Do You Know Where Your Booster Club Money Goes?

by Michael Garcia on May 1, 2015

In the below Chicago Tribune article entitled, "District 95 seeks clarifications on how booster groups spend money," author Laura Pavin talks about the confusion that parents have when questions to the district about where booster club money goes cannot be answered.  One of the main issues that arises from this lack of booster club transparency and accountability is potential embezzlement by the booster club officials, which is, unfortunately, a common occurrence when there are no checks and balances within these organizations. 

Parents also get upset when they are charged by the school for participation fees, and then they are hit up again by booster clubs.  All of the sudden, a child's interest in an art or athletic activity becomes a big-time investment.  In the least, this type of expenditure puts further financial stress on families, and at most, prevents the child from playing or participating in activities of his or her choice due to cost.

Funding should never prevent a family or a child from participating in an activity of their choice.  Things do cost money but that is why booster clubs exist...not to double charge families, but to sustainably raise the requisite funds that will allow each child an opportunity to participate and garner the unparalleled benefits that arts and athletics provide.

District 95 seeks clarifications on how booster groups spend money

April 3, 2015 - By Laura Pavin

The next time someone asks the District 95 School Board a question about how and where their booster clubs are spending their money, officials would like to have answers.

District 95 Superintendent Mike Egan and school board members Kathy Brown and Lisa Warren held a subcommittee meeting on March 31 with representatives from football, baseball, softball and poms booster organizations, among others, aimed at getting those answers — understanding how the booster clubs and parent organizations worked and what purpose they served.

More of the groups present were 501(c)(3) nonprofit organizations, meaning donations to them are tax deductible, like the Quarterback Club, Band Boosters of Lake Zurich, Pom Boosters. Others were simply nonprofit organizations without tax-deductible status. Another, the Lake Zurich High School Diamond Club, was a 501(c)(7), a nonprofit social club that cannot accept tax deductible donations.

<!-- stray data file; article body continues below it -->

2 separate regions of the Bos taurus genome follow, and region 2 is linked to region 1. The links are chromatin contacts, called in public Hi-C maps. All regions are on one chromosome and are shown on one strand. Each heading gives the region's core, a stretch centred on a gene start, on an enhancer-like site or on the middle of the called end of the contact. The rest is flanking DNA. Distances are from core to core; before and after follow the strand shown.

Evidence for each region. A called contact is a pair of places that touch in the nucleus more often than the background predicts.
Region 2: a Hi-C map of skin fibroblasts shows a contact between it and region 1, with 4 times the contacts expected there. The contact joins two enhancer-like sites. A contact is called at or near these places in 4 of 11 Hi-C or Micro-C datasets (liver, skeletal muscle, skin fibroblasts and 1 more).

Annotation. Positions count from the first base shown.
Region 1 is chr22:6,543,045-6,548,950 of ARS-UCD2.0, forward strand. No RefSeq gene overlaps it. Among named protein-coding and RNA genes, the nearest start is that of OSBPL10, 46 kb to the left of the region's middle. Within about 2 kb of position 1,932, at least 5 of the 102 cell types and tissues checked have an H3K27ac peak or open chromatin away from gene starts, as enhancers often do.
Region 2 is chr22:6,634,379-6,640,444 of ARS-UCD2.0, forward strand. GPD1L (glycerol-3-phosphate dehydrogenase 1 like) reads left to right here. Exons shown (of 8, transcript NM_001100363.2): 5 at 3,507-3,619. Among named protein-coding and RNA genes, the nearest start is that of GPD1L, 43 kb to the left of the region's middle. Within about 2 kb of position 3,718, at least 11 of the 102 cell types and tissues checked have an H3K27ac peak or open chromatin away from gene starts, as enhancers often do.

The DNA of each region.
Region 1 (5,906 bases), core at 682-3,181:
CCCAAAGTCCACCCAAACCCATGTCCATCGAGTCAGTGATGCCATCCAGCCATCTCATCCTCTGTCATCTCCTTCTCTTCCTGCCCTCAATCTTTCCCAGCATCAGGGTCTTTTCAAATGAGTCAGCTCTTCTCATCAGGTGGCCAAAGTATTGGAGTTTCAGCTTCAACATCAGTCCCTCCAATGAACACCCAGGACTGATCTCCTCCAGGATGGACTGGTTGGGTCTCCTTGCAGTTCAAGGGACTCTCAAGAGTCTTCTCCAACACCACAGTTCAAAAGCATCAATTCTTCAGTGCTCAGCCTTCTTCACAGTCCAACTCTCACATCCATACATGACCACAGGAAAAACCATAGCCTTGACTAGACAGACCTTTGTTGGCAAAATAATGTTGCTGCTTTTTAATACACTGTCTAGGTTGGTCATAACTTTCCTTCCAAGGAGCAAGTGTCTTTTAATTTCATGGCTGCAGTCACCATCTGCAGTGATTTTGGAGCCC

As some of the clubs laid out their reasoning for certain purchases like uniforms and balls, for example, Brown suggested that, going forward, the heads of the extracurricular activities and district officials communicate more about which needs would be better categorized as a district expense versus a boosters expense.

Brown noted that the district kicked about $1.5 million per year toward extracurriculars that were not covered by fees.

When one of the booster organizations expressed confusion about why the subcommittee meeting was being held, Brown explained that the board had many reasons.

"We want to have a certain comfort level with the booster organizations' operations so that when parents ask questions, we have a better sense of what's going on," Brown said. "We've had a couple of instances over the last three years where parents have asked questions about what some of the boosters' money was being spent on, and couldn't really get good answers on that."

For example, parents have asked the district why they have to pay money on top of the base fee to participate in extracurriculars.

She added that the district and some of its booster clubs have had somewhat of a strange relationship "because they're really not part of the district, though they are certainly associated with it. But legally, there's a separation."

The information gathered from the meeting, along with that from another meeting the subcommittee will be holding with the remainder of the district's booster organizations at a different time, will be taken into account and discussed by the school board as it restructures the district's policy governing these organizations.

Earlier this year, Egan mentioned that he and staff planned to work on a policy that would require their organizations to disclose their financials on a regular basis.

Laura Pavin is a freelance reporter for Pioneer Press.


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